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Book Report: Night Train Lane

by Randy Snow

Originally posted on AmericanChronicle.com, Saturday, February 6, 2010

In the 2000 book, Night Train Lane, author Mike Burns tells the story of NFL Hall of Fame defensive back Dick “Night Train” Lane. Appropriately, I purchased this book a few years ago in the gift shop at the Pro Football Hall of Fame in Canton, Ohio.

Richard Lane was born in Austin, Texas in 1928. His birth mother, Johnny Mae King, was a prostitute and his father was her pimp. At the age of three months, his mother left Richard in a dumpster behind a row of houses on East 9th Street.  Ella Lane, who lived in one of those houses, heard Richard crying in the dumpster and rescued him. She was a widow with two children of her own, but she adopted the baby and made him a member of her family. It was not until about the age of 11 that Lane learned the truth about his birth mother, Johnny Mae.

Lane attended Anderson High School, an all-black school in Austin, and participated in basketball, track and football.  In 1945, Lane’s junior year, the football team made it to the state finals, but lost in the championship game.

It was while Lane was in high school that he learned that Johnny Mae had shot and killed his father (her pimp) in his sleep after he had beaten her. She spent several years in prison for the murder. After she was released, she moved to Scottsbluff, Nebraska, got married and opened a tavern. When Lane graduated from high school in the spring of 1947, she asked him to come up for a visit, which he did.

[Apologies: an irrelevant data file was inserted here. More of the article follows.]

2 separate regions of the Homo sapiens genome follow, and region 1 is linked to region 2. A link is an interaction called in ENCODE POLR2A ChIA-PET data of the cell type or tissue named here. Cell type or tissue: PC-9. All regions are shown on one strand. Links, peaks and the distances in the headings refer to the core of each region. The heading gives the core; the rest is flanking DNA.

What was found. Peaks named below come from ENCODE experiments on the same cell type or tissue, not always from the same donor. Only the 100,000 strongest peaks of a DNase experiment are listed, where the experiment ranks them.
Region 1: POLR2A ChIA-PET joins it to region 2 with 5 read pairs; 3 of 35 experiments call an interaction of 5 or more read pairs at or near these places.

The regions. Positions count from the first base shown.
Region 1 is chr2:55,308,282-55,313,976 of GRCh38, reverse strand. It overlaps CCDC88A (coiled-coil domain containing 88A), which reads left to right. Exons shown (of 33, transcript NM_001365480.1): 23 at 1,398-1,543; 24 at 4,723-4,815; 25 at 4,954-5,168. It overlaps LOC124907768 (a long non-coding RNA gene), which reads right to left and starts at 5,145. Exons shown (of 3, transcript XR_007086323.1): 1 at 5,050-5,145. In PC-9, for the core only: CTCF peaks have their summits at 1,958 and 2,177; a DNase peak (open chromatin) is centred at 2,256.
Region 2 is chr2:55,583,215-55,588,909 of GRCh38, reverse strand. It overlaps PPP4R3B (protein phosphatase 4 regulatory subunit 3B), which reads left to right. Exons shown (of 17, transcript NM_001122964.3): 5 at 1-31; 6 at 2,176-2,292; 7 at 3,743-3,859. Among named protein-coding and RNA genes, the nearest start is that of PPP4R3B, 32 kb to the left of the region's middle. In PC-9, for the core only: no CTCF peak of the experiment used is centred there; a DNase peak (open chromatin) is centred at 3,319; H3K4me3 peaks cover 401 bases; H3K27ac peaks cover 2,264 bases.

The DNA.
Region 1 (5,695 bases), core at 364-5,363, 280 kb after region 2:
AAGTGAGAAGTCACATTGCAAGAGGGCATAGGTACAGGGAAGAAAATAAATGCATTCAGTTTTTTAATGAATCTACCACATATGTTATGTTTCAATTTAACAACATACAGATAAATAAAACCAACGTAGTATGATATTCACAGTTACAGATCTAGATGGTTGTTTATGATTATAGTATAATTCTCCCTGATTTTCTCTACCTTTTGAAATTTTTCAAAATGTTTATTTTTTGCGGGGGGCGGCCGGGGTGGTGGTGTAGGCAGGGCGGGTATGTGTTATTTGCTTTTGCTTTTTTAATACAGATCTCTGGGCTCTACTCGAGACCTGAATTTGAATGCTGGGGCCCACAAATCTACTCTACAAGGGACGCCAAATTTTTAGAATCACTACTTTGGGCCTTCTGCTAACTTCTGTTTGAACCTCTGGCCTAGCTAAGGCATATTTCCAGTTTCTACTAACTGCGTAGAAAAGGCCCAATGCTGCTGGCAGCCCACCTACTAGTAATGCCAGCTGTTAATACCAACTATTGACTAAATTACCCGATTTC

Scottsbluff was a predominantly white town, which was a new experience for Lane. Johnny Mae suggested that he move up there and attend Scottsbluff Junior College. She told her son that she would pay his tuition at the school.  

While playing in a pickup baseball game that summer at Scottsbluff, Lane was seen by a scout from the Kansas City Monarchs of the Negro National Baseball League. He agreed to play for one the team’s minor league affiliates, the Omaha Rockets. He had to play under the name Richard King so he would remain eligible to play college football.

While he was playing baseball for the Rockets that summer, he received word that his mother in Austin needed to see him right away. Lane immediately took a train to Austin and found the woman who had raised him to be very ill. She passed away a few days later.

When classes started at Scottsbluff in the fall of 1947, Lane easily made the football team as a freshman. He was also the only black player on the team. He was so good the he was even offered a full scholarship to the school, but Johnny Mae insisted on paying for her son’s education herself.

Lane helped lead the team to a 5-2-1 record that year and he was named a Junior College All-American.  But soon after, he found out that Johnny Mae was working the streets again as a prostitute. Lane was furious. He quit school and joined the Army.

He went through basic training at Fort Knox, Kentucky in the winter of 1948. He served in the Army for four years and attained the rank of corporal. Lane was stationed at Fort Ord in Monterey, California where he played baseball, basketball and football on the base. 

After he left the Army in 1952, he had a tryout with the defending NFL champions, the Los Angeles Rams. Soon after, he signed a $4,500 contract to play for the Rams.